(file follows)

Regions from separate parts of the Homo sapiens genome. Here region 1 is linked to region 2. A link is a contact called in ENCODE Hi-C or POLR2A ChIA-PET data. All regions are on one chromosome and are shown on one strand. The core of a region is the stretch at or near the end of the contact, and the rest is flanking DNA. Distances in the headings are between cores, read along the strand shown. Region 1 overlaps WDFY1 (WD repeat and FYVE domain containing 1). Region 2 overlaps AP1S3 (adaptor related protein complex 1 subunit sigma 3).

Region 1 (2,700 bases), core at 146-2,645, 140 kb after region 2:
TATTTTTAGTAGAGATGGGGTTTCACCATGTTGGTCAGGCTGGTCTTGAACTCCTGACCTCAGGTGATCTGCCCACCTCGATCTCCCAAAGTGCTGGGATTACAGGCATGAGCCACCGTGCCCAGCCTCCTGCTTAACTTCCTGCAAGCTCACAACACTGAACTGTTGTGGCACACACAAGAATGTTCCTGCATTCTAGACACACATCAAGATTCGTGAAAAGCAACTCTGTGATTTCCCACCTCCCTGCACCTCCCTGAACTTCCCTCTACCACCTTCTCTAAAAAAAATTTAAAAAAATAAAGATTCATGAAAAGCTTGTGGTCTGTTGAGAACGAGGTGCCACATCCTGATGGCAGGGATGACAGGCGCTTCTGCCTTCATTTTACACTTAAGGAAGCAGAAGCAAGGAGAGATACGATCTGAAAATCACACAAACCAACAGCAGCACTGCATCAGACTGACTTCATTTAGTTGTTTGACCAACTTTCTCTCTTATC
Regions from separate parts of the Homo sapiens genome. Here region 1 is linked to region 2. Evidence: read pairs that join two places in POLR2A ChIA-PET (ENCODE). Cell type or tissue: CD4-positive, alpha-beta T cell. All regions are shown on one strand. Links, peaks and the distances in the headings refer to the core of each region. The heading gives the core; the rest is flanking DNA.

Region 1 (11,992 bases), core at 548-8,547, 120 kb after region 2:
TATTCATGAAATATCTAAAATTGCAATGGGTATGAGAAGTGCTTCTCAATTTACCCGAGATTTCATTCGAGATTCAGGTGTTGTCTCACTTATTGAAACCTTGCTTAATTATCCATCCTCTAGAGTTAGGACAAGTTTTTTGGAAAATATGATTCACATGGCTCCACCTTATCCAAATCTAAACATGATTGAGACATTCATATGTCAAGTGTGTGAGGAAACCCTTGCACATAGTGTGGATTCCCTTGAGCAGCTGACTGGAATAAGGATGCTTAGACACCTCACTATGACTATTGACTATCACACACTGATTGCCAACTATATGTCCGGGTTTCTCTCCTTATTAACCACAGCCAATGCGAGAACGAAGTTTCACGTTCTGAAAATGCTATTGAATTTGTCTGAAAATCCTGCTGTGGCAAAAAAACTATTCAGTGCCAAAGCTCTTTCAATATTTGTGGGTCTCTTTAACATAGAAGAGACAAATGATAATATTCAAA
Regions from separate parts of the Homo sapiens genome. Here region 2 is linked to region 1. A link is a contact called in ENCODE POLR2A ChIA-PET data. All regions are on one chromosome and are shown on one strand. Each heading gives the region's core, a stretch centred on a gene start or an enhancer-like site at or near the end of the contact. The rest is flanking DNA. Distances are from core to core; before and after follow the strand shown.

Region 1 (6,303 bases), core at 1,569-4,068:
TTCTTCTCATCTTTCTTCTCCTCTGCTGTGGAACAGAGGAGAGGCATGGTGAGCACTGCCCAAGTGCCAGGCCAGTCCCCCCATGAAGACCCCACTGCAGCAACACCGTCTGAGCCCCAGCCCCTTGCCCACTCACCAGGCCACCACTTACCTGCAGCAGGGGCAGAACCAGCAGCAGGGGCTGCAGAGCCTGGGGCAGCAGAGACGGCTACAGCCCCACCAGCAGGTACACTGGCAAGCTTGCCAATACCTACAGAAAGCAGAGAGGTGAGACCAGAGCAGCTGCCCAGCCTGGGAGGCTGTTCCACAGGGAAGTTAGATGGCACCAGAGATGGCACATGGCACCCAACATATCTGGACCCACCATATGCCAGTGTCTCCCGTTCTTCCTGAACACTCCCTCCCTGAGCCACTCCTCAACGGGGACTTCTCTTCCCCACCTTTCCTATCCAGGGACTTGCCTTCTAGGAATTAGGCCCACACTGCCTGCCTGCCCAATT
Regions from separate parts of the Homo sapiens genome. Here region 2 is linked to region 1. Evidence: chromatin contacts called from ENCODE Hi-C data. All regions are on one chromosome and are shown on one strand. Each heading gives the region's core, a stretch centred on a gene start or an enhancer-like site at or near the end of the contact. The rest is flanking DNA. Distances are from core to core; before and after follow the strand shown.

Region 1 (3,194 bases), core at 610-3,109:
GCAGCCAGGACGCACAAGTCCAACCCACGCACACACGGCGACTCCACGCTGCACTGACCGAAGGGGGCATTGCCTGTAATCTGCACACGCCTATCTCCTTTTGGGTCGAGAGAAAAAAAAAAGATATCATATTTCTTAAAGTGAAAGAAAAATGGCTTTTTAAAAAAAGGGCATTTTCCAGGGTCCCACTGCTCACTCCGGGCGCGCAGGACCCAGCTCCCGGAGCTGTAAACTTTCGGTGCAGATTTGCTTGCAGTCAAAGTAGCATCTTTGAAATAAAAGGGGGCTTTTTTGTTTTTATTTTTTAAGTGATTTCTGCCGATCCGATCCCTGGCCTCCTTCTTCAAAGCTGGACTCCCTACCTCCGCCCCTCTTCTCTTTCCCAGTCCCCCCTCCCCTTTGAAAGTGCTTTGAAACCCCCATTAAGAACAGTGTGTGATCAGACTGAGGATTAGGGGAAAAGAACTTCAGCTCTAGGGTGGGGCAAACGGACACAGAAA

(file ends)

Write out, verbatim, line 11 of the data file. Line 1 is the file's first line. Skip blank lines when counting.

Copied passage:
Region 1 (3,194 bases), core at 610-3,109: